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Sales Tax Increase Could Solve Jackson’s Infrastructural Woes

By Paul Boger | Published 13 Jan 2014 08:30am | comments
Residents of Jackson will head to the polls Tuesday, to decide if a one percent sales tax will be an efficient way to raise money to fix the city's infrastructure. MPB's Paul Boger reports the proposed tax is seeing widespread support.
 
On this busy stretch of Meadowbrook Road in Jackson, drivers are forced to slow down dramatically to avoid potholes that line both sides of the street. This is not an uncommon sight in the Capitol City.
 
That's why city officials are proposing a one percent sales tax dedicated to fixing the cities crumbling roads, one hundred year old water pipes and outdated sewer system. 
 
Jackson Mayor Chokwe Lumumba believes the tax is the best way to address Jackson's infrastructure woes.
 
"It gives us some revenues that we can use to kick-start our revitalization of the infrastructure." said Lumumba. "Like we said during the election campaign the infrastructure is our new economic frontier."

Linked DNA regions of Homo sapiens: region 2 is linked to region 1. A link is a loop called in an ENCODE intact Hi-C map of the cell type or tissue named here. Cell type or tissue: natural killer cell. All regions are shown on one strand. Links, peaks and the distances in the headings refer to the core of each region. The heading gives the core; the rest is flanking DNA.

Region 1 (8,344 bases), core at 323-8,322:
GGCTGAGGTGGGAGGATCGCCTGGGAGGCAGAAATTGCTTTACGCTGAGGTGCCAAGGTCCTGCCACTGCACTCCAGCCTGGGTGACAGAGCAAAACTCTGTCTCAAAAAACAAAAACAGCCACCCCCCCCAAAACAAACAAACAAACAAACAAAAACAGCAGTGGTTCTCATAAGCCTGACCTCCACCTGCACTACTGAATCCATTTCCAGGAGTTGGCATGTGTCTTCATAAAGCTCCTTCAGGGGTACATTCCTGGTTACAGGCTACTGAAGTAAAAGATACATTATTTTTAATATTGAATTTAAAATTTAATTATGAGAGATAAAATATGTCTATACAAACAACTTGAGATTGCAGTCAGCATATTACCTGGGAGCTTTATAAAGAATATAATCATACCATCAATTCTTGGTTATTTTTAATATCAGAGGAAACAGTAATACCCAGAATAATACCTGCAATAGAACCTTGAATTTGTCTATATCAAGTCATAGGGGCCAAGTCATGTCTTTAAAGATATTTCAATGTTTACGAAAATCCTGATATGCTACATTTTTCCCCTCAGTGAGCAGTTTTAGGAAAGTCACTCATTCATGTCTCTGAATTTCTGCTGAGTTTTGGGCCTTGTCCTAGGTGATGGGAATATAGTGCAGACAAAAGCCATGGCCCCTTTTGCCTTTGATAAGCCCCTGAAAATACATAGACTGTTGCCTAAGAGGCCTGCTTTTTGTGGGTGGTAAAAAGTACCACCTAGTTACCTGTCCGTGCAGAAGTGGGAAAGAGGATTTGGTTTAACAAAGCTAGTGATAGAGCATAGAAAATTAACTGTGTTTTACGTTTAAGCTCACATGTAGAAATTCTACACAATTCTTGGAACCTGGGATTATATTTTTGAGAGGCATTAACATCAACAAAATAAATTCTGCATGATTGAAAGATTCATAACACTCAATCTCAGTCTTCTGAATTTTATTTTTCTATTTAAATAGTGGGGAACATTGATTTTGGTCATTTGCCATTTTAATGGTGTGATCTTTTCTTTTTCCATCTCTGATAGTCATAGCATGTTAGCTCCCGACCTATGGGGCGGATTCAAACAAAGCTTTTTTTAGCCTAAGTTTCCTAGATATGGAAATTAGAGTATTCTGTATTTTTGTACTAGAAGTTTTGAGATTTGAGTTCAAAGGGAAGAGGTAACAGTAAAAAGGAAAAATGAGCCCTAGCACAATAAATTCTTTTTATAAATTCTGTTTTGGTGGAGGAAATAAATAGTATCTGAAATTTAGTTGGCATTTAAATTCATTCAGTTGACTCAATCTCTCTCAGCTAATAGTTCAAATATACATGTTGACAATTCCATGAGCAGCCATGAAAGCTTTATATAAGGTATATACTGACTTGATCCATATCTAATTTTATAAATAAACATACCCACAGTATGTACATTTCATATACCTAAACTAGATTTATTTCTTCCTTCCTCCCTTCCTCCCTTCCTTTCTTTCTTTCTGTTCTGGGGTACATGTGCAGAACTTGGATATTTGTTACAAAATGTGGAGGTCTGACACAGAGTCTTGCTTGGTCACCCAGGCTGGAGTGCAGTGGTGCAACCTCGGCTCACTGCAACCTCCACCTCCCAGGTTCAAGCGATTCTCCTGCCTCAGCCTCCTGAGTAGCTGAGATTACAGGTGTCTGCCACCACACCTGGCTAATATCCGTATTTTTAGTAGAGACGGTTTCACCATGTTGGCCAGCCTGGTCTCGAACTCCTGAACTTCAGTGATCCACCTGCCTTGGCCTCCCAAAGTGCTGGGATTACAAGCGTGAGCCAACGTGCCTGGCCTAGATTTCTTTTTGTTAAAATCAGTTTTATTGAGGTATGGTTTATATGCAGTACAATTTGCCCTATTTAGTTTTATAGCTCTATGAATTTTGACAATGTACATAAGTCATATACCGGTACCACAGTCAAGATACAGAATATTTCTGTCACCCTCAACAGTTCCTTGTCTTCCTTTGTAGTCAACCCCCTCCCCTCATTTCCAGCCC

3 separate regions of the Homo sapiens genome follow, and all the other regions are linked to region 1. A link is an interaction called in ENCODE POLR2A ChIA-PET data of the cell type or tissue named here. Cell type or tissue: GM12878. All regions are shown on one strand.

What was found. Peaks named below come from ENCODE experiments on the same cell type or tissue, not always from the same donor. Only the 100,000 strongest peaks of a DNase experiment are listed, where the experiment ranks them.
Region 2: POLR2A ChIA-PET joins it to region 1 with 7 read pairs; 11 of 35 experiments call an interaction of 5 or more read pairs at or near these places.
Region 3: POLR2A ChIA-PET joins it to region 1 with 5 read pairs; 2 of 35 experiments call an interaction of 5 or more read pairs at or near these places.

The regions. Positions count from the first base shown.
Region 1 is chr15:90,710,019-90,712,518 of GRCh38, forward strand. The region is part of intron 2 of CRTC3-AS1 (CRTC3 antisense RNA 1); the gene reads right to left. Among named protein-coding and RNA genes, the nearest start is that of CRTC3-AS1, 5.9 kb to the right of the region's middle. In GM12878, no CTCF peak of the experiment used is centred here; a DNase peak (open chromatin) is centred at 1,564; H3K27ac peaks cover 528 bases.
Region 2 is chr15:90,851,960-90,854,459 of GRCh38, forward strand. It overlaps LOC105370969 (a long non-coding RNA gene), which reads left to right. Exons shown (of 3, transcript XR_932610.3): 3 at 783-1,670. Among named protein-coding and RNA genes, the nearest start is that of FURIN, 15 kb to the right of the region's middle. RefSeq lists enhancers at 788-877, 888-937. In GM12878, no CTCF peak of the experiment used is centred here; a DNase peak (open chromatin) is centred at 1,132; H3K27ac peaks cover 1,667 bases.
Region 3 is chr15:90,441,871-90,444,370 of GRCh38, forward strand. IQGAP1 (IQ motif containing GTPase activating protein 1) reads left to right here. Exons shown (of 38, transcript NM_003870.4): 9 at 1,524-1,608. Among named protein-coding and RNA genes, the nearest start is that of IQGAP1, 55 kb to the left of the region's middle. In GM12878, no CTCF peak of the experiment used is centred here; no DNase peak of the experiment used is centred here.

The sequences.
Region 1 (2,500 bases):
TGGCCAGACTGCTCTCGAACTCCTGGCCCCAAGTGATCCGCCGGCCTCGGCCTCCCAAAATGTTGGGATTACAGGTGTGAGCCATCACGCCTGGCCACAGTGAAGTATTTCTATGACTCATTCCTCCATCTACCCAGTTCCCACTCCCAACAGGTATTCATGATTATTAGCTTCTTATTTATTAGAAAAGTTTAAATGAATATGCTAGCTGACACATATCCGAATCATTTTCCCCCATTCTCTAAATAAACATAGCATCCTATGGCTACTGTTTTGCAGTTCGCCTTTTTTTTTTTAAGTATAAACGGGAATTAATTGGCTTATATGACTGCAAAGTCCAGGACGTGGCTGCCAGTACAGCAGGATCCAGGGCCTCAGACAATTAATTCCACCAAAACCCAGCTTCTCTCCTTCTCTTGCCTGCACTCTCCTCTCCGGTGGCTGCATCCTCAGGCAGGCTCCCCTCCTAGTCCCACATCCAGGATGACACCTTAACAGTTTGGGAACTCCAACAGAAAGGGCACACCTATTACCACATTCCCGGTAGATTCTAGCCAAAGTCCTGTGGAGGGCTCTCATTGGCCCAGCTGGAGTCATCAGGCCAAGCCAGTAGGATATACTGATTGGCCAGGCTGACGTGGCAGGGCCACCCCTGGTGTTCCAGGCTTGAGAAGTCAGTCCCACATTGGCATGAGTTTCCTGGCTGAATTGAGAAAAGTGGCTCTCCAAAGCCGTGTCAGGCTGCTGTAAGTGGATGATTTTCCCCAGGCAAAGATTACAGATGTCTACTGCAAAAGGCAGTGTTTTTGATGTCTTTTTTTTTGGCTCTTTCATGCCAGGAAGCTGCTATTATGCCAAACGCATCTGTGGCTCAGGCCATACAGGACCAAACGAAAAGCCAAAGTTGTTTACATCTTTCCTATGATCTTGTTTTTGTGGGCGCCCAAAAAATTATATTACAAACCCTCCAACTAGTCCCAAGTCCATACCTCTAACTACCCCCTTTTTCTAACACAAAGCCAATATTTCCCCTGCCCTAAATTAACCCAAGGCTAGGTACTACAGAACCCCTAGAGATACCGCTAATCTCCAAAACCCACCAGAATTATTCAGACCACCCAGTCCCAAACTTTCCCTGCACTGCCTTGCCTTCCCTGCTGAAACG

Before any revenues can be collected, Jackson voters must approve the tax with a 60 percent super-majority during a special election tomorrow.
 
Charles Fletcher has been a Jackson resident since 1951. He's in favor of the tax.
 
"I have no problem with the sales tax." said Fletcher. "I think the things that they plan to do need to be done, and if the sales tax increase will accomplish that then I think it worth the investment."
 
While a vast majority of residents in the Capitol City seem favor of the sales tax increase, some still have questions like Jonathon Larkin.
 
"We're lacking in the kind of general amount of information that needs to be presented to the city of Jackson about what will be taxed, what won't be taxed, about where the money is being dedicated to make sure spent only for water, sewer and other infrastructure repairs that are so desperately needed with the city."
 
City leaders say the tax would eventually amount to a 700 million dollar investment in the city’s infrastructure over the next twenty years.

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